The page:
Religious extremism

 

According to the Fairfax press, a firebomb attack in a village on the West Bank in July this year is thought to have been carried out by people described as ‘ nationalist far–right extremists’.  A group of people known as ‘The Revolt’ are intent on creating a Jewish kingdom.  According to Shlomo Fischer of the Jewish People Policy Institute, these people believe that they are acting on the ‘voice of God’. Their goals are to ‘create chaos and undermine the ability of the government to rule and set up a revolutionary redemptive state.  They want to replace the current State of Israel with something else – their main animosity, just like al-Qaeda directing their animosity to the non -jihadist Muslim regimes, is against the government of Israel. They are aware of the fact that they will be treated with kid gloves because they are Jewish – that has been the precedent until now.’

This far-right group sees the existence of this new state as an integral part of redemption, which is said to relate to the liberation of Jews from exile. There is another body call Hilltop Youth.  It shares these views and regards the ‘disengagement’ by the Sharon government in 2005 from the Gaza Strip as a huge blow. For them, the disengagement involved the state turning its back on the redemption process and many settlers thought that they had to work harder to continue the fight. The Hilltop Youth says that the redemption will happen even if the State of Israel is not there.

A party associated with the peace movement in the area said: ‘the settlements are based on discrimination – the fact that you raise children a place where you as an Israeli Jew have rights and Palestinians do not have rights and are instead living under military law; this raises people to believe that they are more than the others.’

The same article says that two members of this far right group of religious extremists have been arrested and subjected to detention under laws passed to deal with terrorists. One of these is a dual Australian Israeli citizen named Evyatar Slonim.  It is said that Israel holds hundreds of Palestinians in administrative detention under these laws. The parents of Slonim said that they were absolutely horrified that in a democratic country their son has been imprisoned without a trial.  Slonim’s lawyer said that Israeli intelligence authorities have taken the gloves off since the July attack.  The lawyer gets paid, according to Fairfax, by a ‘right-wing legal centre.’

These terrorists commonly use a calling card with fire-bombs thrown into homes with people in them.  The July raid killed three.  The word ‘Revenge’ appeared with the Star of David.  According to a manifesto of The Revolt, ‘burning tyres can be placed at the entrance of the house to remove the possibility of escape.’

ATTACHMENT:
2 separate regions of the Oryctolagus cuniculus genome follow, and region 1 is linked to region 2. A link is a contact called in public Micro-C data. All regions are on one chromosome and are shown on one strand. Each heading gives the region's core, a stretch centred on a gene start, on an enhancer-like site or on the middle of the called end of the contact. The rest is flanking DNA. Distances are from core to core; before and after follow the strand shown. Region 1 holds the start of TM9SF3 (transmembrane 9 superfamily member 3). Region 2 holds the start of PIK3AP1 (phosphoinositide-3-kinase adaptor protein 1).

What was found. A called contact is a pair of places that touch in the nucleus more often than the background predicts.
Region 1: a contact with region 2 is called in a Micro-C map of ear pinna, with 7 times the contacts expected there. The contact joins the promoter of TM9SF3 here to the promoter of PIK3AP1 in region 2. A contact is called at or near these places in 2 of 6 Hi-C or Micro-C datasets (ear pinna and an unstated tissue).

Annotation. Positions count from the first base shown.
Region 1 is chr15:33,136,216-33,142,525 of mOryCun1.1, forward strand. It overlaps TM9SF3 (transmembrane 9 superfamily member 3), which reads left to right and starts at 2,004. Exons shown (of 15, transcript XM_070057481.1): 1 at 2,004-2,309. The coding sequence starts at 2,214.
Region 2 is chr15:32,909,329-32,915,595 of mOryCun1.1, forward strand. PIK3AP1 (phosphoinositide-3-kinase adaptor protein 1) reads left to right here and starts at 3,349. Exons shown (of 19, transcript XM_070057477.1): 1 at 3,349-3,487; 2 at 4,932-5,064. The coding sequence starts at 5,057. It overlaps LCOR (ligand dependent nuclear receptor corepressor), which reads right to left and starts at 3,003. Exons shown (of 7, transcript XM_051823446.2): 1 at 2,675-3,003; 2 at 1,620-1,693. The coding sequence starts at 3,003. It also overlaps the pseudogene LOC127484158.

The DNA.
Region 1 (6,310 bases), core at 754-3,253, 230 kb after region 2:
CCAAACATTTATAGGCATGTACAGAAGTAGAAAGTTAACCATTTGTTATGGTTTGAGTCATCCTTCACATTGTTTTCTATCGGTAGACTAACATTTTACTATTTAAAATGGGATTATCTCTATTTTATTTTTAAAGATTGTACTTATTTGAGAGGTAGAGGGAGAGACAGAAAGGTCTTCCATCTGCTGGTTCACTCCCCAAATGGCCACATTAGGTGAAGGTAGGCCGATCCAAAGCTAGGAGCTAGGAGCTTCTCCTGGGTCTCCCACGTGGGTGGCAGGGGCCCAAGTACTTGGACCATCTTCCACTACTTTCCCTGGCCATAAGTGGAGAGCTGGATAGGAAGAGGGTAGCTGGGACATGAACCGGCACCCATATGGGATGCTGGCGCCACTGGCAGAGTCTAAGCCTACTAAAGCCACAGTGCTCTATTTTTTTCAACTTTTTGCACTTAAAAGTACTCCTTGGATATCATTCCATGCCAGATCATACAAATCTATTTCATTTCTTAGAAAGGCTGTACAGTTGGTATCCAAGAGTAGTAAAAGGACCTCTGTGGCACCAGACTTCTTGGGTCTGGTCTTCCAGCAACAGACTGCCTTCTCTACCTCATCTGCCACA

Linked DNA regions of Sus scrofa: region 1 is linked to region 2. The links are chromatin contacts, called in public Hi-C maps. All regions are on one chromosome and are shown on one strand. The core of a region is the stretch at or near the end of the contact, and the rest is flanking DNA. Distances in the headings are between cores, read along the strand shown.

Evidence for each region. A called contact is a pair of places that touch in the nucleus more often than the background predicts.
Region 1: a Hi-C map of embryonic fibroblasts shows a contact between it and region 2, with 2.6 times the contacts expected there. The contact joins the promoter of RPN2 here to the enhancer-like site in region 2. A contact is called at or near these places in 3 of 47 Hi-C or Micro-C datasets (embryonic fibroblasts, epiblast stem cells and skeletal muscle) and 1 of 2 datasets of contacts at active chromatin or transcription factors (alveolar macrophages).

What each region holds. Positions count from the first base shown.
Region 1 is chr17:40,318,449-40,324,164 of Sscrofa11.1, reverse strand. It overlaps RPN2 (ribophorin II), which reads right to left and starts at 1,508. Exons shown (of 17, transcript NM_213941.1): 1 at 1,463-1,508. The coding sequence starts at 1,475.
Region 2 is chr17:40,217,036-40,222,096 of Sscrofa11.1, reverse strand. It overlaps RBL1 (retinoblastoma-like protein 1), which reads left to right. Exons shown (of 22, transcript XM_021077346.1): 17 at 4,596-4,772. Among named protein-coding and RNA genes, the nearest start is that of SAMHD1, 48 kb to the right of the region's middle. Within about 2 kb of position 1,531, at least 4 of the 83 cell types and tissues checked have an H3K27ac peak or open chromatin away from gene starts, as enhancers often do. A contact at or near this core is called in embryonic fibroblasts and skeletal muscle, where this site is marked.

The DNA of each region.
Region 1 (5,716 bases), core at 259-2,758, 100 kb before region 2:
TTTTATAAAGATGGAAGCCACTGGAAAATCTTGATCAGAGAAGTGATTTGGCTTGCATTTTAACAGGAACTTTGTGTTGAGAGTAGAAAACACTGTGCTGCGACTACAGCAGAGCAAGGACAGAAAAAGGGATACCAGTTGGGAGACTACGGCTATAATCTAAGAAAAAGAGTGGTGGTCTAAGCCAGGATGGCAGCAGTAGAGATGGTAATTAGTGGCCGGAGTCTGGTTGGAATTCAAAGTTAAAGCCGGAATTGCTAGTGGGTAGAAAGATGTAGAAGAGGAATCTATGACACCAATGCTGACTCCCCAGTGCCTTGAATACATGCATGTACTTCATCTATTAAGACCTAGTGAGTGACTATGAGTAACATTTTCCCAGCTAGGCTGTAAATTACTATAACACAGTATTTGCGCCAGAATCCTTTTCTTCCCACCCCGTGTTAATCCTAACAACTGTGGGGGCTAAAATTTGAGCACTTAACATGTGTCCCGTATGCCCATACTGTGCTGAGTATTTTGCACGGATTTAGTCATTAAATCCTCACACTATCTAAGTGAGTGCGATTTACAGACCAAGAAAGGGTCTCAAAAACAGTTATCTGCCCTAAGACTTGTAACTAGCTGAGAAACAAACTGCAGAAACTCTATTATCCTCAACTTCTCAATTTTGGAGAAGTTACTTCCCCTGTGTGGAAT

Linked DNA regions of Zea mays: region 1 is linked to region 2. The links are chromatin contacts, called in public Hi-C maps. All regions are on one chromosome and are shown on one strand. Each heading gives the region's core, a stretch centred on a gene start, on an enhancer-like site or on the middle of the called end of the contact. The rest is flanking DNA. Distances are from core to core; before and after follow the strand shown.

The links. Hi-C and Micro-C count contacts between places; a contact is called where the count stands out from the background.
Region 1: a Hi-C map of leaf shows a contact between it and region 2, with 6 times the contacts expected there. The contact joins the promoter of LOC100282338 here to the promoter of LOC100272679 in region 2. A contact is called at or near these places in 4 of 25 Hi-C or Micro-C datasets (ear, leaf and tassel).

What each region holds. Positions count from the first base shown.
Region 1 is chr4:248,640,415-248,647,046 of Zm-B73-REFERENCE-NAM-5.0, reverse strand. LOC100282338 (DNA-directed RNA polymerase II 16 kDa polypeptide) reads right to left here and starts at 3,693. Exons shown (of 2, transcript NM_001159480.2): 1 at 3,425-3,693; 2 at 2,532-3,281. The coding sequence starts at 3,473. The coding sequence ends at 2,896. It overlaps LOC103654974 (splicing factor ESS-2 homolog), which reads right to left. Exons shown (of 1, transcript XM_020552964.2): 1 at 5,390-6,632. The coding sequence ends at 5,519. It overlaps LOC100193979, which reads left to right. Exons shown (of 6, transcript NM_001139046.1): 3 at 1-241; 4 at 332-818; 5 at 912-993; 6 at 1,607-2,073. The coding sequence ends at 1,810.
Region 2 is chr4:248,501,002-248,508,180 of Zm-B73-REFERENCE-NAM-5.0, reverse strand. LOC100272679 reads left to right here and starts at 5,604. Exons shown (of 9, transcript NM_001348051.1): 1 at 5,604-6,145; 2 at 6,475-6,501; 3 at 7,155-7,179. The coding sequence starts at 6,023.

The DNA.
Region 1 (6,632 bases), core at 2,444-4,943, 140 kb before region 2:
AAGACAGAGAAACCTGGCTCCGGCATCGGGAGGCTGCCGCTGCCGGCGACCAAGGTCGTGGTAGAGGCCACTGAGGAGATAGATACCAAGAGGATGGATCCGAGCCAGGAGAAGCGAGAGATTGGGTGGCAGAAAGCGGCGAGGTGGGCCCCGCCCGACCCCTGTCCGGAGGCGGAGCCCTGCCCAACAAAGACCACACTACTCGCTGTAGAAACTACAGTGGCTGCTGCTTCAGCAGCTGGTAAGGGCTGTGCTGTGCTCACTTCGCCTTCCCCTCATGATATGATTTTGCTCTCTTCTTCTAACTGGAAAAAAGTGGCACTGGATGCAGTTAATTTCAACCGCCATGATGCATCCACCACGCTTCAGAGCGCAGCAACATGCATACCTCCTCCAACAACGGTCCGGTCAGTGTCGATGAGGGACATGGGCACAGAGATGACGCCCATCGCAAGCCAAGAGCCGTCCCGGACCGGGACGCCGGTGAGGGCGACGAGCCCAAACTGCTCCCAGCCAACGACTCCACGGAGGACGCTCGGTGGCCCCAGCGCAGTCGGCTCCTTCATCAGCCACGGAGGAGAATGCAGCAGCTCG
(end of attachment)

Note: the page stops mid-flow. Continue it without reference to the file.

This sort of terrorism is a mix of madness and evil, of religion and nationalism.  It is light years away from the evil of IS.  But although Israelis as a whole utterly reject this evil, they do not as a whole or as a nation utterly reject the continuing settlements.  And the problem is that those settlements draw on the same scripture as the do the terrorists.  Is it possible to have any peace in the Middle East if the settlement issue is not resolved?

People who do not have God – such as me – get sceptical, to put it softly, when people of one God take it on themselves to tell people of another God how to manage their affairs or what kind of reformation or enlightenment that they should undertake.  It gets even worse when you have a complete idiot, like Tony Abbott, boasting that his culture under his God is superior to that of others who follow a lesser God.

We might be just as sceptical about people of one God telling people of another God to keep God out of politics if we recall that God is in politics in the State of Israel up to his neck – spiritually, morally, and geographically.  And we might also recall that the promise in the Israel Declaration of Independence of ‘complete equality of social and political rights to all its inhabitants irrespective of religion race or sex’ holds about as much water as the promise of equality in another Declaration of Independence at the same point in its history.  Sweet Fanny Adams.

Finally, people here worry that the debate about religious extremism here is being stifled.  I have a lot of sympathy with that view.  If you seek to debate the actions of the State of Israel here, you very quickly get spoken to firmly – not by the Jewish community, but by our far right.

Religious extremism is unsettling anywhere and everywhere.  Those who have God think that some believers are not as odd as others; for the unbelievers, they are all much of a muchness.  Infighting between believers is unedifying.  I am yet to meet a person who says that their brand of God is inferior to that of others.  I am yet to meet a person who concedes that other Gods may even be equal to theirs.  I don’t think they are allowed to say anything like that.  They know that most must be wrong but say that they are the only ones who have it right.  None of them is spotless and all are forms of extremism.  .  It is enough to put you off religion full stop.

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